Sometimes IT can get real ugly. Almost two months ago, the imports component of the Customs cargo computer system was activated, some three years late and about $200 million over budget. Since that day, my office has been bombarded by businesses in despair about what to do as their systems continually crashed or slowed to a near halt.
Customs Minister Chris Ellison would have everyone believe such pleas are isolated incidents. Yet trade at Port Botany and Port of Melbourne almost ground to a complete halt. If a couple of hundred extra containers had landed ships would have been turned away. That’s how close our island nation came to hanging out the “closed for import business” sign.
All the while Customs had no answers as to when the system would be operating as it was supposed to. There was supposed to be a “seamless transition” to the new cargo system. The minister had promised the project would usher “the greatest reforms to occur to the Australian Customs Service since federation”.
They say reality bites. Well, it must have bitten Senator Ellison hard enough to make him hide for a month. As soon as the system went live, the minister chose to go to ground. Not a peep was heard out of him - no media releases, no statements, nothing. Any official statements came direct from Customs. Desperate attempts by business people to contact the minister’s office either went unanswered or were fobbed off by a Customs officer stationed to “screen” the minister’s calls.
The concept of integrated, re-engineered cargo management (known as CMR) is no bad thing. In fact Labor, when in government, first recognised the need. The Cargo Management Re-engineering project or something like it was conceptualised as a fully automated cargo system before December 1993.
The media has been reporting the saga that has become the new system almost since the outset, with headlines such as: “Customs Faces Tech Calamity” (the Australian Financial Review, August 2003); “Customs Defends its $146m System” (The Age, January 2004); and “Customs Close to Meltdown” (the Australian Financial Review, February 2004.)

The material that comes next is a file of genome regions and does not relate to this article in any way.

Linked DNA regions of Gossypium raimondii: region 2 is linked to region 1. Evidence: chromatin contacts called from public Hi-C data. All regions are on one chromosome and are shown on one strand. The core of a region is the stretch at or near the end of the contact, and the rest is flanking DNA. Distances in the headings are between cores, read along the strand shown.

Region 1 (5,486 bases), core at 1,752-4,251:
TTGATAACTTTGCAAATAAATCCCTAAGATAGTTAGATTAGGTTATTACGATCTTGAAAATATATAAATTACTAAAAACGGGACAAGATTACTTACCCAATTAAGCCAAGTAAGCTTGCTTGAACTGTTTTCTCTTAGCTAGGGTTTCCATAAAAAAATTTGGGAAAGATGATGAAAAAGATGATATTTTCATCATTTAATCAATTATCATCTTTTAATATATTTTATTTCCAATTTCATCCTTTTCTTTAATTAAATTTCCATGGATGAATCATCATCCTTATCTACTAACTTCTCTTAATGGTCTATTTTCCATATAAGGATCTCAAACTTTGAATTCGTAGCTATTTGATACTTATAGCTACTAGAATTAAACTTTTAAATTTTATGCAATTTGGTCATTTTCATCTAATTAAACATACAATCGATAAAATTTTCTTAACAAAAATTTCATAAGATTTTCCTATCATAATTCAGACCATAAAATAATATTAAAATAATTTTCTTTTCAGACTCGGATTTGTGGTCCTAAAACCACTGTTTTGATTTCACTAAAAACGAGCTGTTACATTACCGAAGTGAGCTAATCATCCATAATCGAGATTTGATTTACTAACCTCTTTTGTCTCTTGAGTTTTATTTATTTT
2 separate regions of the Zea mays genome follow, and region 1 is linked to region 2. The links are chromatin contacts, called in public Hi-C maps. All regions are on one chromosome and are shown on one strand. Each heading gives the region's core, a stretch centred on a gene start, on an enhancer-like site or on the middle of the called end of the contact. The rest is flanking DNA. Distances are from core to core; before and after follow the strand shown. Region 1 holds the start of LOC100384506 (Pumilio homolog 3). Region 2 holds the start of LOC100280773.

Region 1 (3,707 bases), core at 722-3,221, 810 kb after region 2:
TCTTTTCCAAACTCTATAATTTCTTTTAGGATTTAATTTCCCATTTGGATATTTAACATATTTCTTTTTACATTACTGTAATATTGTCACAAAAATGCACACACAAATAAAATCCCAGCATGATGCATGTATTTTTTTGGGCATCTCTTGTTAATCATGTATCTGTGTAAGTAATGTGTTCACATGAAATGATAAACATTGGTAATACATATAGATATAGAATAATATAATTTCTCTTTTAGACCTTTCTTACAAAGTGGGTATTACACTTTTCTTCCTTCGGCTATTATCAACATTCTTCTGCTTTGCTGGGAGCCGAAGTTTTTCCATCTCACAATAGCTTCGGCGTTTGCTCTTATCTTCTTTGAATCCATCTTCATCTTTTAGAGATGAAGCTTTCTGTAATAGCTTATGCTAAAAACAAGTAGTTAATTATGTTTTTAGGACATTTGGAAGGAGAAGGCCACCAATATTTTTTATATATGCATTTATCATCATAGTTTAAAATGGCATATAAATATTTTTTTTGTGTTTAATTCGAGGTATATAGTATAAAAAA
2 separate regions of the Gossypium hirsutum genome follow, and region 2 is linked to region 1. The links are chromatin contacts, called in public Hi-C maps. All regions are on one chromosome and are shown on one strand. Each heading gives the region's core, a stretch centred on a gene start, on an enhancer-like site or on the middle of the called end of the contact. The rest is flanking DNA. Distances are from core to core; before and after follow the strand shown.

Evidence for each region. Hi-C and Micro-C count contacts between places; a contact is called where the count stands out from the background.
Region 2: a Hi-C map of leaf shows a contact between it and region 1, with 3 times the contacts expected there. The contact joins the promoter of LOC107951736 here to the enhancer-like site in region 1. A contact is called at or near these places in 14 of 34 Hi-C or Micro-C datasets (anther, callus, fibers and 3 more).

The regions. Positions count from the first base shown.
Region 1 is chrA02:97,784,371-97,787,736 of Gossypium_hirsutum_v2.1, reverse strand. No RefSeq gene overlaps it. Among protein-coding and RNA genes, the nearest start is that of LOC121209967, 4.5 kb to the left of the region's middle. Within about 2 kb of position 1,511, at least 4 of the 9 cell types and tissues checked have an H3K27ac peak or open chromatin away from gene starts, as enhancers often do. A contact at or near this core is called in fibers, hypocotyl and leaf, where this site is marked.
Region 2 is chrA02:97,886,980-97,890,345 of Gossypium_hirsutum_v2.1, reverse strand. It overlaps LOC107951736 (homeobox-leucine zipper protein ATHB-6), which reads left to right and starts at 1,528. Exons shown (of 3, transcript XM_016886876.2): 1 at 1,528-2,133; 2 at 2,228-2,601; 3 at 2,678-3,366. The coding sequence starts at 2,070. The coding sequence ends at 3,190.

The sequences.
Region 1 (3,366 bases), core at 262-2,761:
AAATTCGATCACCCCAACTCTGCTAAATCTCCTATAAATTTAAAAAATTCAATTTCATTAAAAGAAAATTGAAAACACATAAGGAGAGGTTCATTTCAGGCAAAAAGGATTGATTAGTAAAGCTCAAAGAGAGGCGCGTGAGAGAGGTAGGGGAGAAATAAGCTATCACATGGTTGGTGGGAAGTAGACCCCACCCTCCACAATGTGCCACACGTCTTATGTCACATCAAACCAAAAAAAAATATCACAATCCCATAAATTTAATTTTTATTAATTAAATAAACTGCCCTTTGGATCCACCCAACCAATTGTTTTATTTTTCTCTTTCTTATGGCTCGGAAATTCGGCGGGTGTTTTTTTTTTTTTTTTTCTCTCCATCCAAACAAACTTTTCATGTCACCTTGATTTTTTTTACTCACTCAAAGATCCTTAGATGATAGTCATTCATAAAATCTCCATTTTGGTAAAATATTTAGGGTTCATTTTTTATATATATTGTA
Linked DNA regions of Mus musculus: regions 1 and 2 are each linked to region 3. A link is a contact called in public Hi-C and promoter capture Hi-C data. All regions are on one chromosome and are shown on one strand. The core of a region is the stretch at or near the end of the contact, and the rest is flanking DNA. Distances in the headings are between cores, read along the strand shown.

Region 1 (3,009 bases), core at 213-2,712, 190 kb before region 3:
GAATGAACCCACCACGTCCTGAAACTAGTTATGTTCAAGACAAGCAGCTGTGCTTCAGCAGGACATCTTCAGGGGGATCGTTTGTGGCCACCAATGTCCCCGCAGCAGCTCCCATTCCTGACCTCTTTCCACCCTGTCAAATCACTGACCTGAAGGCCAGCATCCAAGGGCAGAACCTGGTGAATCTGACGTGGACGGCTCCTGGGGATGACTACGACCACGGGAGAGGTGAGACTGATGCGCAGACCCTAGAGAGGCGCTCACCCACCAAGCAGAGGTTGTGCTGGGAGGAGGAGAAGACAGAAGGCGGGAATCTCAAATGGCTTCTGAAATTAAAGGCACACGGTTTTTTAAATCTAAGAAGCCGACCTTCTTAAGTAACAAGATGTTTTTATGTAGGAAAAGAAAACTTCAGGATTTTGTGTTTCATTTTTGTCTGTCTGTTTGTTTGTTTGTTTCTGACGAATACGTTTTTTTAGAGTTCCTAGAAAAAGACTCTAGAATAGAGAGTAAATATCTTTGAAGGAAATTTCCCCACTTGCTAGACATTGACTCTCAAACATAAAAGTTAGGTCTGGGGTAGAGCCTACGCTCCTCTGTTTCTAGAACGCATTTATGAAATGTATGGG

In theory CMR should have revolutionised communication between industry and Customs - but the implementation of it by the Howard Government has been a disaster.
Customs CEO Lionel Woodward admitted in Estimates last week the agency had been aware of problems within the system for some time. There is further evidence Customs knew the ICS would not be fully functional just a few hours before the system went live. Yet Customs chose to persist with the minister’s self-imposed deadline in wanton disregard of their customers' livelihoods.
We now know the movement of goods under bond went from the computer age back to the dark age. The back up system actually relies on business and Customs communicating by fax. That is an absurd situation in the 21st century. We can be thankful they haven’t rolled out the Telex machine or the carrier pigeons.
The question for Minister Ellison now is, why did he persist with going live on October 12 when he knew the system did not have full functionality? How did the government manage to botch it so badly?
The project was envisaged to cost a minimum of $25 million. Today that figure stands somewhere near ten times that amount - and that is just the money that we know about.
The sheer scale of the incompetence almost defies belief. Up to $250 million has been sucked into cyberspace. From taxpayers to the ether, the monumental mismanagement of this project has threatened the very viability of Customs itself. Customs has bled so badly on this project it actually needed a cash injection to prop it up last financial year.
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